Monday, September 12, 2011

A room of one's own

So as I prepare to move out of my first flat in Glasgow into a new one, I took some pictures to remember the room I fondly called home for a year.

Panorama collage of the view from my bed, usually when I'm sitting on my laptop

Chest of drawers with various trinkets, my jewelry

My bed. That throw has been around as long as I can remember, so its a little bit of home, from home. Cushions are from ikea. The postcards and prints make up my wall of women - figures from art and some victorian photographs too, i've been collecting this over the years. The Mucha mirror is a bit battered around the edges, but I found it in my first month here for £1 in Salvation Army.

The view from my desk, onto the communal back garden. The pile of books are my to read and unfinished/abandoned reading pile. You may recognise the beautiful actress photos I have pinned up.

My desk, when its tidy would you believe

Shoes and more shoes. Safe to say that's theres a definite colour scheme going on here.

Shelves; books, diaries, trinket boxes, postcards, ipod dock, dvds

Textbooks, college folders, stationary boxes
This shelving unit is ugly and doesn't 'match' the rest of the room, but its functional!

All the furniture came with the house. I love the wardrobe especially. There's some great charity shops here that sell furniture and I always go in to admire it, not that i have the space for it. There really are some beautiful pieces that can be picked up cheaply and given a new lease of life.

The room is quite dim, and the light from the bulb is very orange so I never really took pictures here during the year. I will miss it though, because it was quite homely and cosy.

I'm looking forward to making another room my own - but as I type this, I haven't got one yet, so I hope I'll have somewhere to live by the time this is published!

Thursday, September 8, 2011

Class of '10/11

The dissertation's done and gone. For the final week of August I've been grasping precious moments with my friends before we all go our separate ways. A year is too short to enjoy close friendships, but it was fun while it lasted.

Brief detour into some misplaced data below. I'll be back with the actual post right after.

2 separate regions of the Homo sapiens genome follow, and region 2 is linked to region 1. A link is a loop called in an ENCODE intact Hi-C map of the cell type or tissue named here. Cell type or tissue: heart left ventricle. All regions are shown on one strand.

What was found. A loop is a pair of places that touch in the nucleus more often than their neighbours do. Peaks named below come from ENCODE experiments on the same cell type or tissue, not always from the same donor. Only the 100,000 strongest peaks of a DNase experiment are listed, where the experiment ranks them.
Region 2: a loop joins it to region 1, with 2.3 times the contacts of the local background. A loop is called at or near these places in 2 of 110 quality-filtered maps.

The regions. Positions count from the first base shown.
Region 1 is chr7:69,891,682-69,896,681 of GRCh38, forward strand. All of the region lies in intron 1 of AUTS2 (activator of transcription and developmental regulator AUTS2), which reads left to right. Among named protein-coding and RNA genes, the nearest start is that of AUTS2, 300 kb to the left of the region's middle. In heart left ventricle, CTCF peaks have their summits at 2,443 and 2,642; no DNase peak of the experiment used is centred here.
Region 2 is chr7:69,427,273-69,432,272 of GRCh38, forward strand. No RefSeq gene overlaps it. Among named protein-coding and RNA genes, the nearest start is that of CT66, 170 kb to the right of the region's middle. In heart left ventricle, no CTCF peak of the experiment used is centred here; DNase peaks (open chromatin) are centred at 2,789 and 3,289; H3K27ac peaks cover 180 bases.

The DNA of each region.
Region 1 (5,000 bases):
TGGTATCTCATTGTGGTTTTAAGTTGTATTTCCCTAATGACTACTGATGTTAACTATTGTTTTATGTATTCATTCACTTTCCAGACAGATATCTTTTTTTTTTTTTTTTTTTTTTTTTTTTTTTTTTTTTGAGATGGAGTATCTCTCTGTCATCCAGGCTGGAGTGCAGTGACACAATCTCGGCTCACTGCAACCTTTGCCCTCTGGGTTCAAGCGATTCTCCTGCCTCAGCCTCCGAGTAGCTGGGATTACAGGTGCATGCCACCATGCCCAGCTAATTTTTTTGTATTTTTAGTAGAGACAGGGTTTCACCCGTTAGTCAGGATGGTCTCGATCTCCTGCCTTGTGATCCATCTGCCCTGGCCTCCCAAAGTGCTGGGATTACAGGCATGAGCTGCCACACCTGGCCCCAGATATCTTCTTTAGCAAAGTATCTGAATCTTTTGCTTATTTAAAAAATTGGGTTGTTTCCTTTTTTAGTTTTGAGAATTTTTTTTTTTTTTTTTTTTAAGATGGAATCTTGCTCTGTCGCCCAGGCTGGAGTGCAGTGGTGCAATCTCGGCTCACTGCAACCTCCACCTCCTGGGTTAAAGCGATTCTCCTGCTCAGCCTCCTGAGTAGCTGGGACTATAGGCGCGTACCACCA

I've had enough hangovers, ice cream, dancing and delicious meals out to sustain me for a while! No more library trips, but the library breaks were the best fun. I vow never to consume another mars slice again, I'll always associate with those extended lunch hours.

Here's a few brief snapshots of the heady few weeks. It had its own unique highs and lows but its made me appreciate my friends more than ever and now i have many more new countries to send mixtapes and babbling letters to!

Thank you Jess, Katie, Allan, Poi, Nenagh, Cody, Hope, Darren, Claire, Stephen, Hannah & Hannah!

Sunday, September 4, 2011

The Tenant of Wildfell Hall (1996)

Anyone who knows me can vouch for my passion for costume dramas. The gloomier and more gothic the better. In preparation for the lead up to Jane Eyre (9/9/11) and Wuthering Heights (11/11/11) I've been re-watching some of my favourites. I do bemoan the fact that the same book adaptions are being made, leaving the lesser known, but equally intense novels in the dark. The Tenant of Wildfell Hall is one of the latter. Fortunately, it was translated by the BBC in 1996 into a fantastic adaption, (the BBC made an adaptation in 1968 as well).

The Tenant of Wildfell Hall is an 1848 novel by Anne Brontë (the third and obscurest Brontë sister) under the pseudonym Acton Bell. It was her second and final novel, after Agnes Grey. It is generally considered the most shocking of the Brontë's novels, it deals with immoral themes of adultery and vice, as well as domestic abuse. The book outsold that of Wuthering Heights, penned by her sister Emily. The book, set in rural Yorkshire, is narrated by Gilbert Markam, neighbour to the mysterious young widow, Helen Graham, who moves into a nearby mansion, Wildfell Hall.